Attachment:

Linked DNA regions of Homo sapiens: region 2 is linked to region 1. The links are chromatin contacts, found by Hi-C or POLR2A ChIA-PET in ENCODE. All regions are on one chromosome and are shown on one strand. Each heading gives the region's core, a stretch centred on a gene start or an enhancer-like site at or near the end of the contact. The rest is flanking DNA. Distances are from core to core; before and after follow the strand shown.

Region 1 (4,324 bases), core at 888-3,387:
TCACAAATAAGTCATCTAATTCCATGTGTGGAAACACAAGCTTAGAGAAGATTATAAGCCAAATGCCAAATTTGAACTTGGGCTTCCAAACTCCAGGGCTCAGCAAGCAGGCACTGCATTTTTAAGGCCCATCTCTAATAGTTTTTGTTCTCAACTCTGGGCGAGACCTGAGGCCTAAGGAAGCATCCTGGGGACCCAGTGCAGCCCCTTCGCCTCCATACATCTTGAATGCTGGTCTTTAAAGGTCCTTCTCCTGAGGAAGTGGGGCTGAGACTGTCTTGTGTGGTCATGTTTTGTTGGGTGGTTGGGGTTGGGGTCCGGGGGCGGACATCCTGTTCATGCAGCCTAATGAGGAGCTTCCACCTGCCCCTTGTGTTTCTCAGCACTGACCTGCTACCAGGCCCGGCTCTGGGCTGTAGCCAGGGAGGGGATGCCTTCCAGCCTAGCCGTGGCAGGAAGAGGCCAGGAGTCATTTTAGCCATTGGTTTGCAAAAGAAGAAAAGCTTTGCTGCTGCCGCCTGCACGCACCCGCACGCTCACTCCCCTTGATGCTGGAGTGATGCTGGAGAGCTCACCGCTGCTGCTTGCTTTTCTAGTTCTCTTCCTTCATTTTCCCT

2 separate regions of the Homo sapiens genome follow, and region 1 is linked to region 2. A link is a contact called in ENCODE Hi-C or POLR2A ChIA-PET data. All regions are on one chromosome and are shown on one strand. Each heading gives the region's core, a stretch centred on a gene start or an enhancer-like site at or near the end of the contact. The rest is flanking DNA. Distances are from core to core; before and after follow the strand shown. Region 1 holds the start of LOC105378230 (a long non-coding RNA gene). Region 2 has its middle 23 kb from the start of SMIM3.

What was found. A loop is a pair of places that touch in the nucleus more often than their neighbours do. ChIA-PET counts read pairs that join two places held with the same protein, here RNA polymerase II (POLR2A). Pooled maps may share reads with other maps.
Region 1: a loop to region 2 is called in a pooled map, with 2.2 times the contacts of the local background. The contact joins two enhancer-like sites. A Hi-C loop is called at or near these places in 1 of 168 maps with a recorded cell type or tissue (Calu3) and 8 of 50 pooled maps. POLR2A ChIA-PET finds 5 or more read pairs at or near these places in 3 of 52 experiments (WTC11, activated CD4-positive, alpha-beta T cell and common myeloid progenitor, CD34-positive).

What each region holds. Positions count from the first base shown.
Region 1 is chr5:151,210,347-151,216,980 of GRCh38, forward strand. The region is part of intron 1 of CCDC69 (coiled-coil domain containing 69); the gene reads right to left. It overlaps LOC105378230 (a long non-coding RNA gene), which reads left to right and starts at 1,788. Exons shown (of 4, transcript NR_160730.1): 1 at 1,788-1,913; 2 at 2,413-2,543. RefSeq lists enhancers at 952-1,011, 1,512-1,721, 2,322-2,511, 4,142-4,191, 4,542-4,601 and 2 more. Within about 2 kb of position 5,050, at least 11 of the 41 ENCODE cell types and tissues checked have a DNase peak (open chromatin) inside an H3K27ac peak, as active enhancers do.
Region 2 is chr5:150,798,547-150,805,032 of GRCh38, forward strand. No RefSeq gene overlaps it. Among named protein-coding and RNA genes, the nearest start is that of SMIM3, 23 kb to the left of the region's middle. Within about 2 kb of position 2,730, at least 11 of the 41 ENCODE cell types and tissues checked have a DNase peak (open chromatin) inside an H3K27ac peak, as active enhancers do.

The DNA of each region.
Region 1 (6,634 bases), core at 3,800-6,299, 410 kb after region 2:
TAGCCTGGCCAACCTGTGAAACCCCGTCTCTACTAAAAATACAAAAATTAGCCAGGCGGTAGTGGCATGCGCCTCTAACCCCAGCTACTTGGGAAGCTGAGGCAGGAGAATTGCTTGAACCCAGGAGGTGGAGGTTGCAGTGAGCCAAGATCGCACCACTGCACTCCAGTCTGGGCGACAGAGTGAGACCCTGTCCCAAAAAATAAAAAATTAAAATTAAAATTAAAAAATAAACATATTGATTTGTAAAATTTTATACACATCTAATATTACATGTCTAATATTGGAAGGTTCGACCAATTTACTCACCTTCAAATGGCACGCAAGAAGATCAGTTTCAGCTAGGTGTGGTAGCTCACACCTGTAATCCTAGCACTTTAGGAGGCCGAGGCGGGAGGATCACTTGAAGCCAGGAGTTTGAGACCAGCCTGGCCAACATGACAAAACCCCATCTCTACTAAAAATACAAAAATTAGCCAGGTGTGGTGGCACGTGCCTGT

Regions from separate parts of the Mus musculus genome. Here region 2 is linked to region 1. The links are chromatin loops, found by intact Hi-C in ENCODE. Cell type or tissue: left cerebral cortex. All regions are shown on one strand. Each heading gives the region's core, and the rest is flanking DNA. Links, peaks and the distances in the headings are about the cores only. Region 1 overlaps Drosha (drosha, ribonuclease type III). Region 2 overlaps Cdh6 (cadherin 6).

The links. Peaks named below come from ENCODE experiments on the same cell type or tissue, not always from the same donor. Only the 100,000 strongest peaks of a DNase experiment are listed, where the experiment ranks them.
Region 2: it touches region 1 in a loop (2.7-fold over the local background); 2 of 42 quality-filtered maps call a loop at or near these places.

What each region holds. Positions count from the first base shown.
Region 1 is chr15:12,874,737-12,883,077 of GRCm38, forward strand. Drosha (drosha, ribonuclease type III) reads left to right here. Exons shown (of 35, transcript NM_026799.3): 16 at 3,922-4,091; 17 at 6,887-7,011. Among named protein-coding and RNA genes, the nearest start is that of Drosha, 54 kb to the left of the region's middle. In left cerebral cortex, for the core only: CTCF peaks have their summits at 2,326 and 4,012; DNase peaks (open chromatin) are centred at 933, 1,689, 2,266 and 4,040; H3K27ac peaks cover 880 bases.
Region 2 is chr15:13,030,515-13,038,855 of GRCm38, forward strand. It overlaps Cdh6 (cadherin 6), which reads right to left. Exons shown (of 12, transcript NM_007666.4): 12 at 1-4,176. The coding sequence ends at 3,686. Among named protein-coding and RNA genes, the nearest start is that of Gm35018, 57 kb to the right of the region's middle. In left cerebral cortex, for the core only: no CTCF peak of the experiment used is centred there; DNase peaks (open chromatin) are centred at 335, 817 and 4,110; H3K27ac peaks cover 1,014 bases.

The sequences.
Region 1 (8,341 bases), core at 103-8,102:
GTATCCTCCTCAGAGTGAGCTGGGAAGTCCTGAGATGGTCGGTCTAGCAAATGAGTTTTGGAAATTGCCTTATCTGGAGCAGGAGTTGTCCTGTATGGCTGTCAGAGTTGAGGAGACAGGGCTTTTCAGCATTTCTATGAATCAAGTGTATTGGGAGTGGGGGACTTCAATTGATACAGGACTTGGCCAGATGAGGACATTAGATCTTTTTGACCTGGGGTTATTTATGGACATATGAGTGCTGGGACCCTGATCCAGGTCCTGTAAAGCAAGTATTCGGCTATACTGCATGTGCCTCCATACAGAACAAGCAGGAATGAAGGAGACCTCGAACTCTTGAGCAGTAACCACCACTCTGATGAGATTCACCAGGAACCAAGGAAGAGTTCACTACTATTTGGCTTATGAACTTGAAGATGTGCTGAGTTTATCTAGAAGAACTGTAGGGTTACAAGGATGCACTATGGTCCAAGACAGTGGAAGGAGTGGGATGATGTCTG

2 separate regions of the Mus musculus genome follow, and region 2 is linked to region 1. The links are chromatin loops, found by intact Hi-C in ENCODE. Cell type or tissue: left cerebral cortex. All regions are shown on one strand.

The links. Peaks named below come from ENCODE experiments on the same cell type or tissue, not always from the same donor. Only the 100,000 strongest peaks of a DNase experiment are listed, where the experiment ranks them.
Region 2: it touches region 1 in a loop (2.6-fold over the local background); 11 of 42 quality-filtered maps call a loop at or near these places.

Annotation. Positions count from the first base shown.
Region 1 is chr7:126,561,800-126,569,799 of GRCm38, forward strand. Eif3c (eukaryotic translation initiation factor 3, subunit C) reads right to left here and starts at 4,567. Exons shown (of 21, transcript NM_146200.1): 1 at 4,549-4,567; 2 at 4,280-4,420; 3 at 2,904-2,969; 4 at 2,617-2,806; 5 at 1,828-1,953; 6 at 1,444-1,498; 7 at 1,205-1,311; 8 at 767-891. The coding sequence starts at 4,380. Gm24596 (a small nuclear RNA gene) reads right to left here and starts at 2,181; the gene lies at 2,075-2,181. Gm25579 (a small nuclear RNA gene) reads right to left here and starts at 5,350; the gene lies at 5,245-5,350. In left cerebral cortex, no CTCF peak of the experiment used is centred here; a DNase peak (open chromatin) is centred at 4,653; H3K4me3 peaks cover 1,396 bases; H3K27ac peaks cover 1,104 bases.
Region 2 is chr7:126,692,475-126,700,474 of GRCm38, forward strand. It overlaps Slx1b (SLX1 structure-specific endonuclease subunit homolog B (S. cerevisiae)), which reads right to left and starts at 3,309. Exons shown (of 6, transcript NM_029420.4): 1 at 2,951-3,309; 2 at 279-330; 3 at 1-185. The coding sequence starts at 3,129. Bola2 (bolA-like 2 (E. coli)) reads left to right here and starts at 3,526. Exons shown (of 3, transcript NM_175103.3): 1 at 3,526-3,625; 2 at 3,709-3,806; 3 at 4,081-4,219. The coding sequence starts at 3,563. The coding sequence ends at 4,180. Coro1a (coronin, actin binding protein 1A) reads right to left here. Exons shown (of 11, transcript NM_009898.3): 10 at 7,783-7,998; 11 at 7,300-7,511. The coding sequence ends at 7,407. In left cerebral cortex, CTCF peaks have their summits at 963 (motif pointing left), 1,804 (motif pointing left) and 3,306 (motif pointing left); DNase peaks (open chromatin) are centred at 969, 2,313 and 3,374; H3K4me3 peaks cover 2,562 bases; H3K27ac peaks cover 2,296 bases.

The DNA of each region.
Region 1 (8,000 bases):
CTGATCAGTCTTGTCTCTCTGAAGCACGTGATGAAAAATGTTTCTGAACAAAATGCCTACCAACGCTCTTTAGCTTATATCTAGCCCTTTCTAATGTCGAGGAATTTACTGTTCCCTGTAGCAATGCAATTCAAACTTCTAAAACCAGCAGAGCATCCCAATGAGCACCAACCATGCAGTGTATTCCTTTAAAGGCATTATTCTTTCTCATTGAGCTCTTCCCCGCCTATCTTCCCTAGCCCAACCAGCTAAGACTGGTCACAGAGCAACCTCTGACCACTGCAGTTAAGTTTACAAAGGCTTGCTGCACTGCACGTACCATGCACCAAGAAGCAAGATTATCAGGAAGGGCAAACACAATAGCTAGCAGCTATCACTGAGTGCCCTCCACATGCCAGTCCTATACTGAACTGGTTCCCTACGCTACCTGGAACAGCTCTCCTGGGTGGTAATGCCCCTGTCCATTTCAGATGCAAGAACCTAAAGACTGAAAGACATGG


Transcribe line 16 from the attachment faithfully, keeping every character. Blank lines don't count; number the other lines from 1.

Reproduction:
What each region holds. Positions count from the first base shown.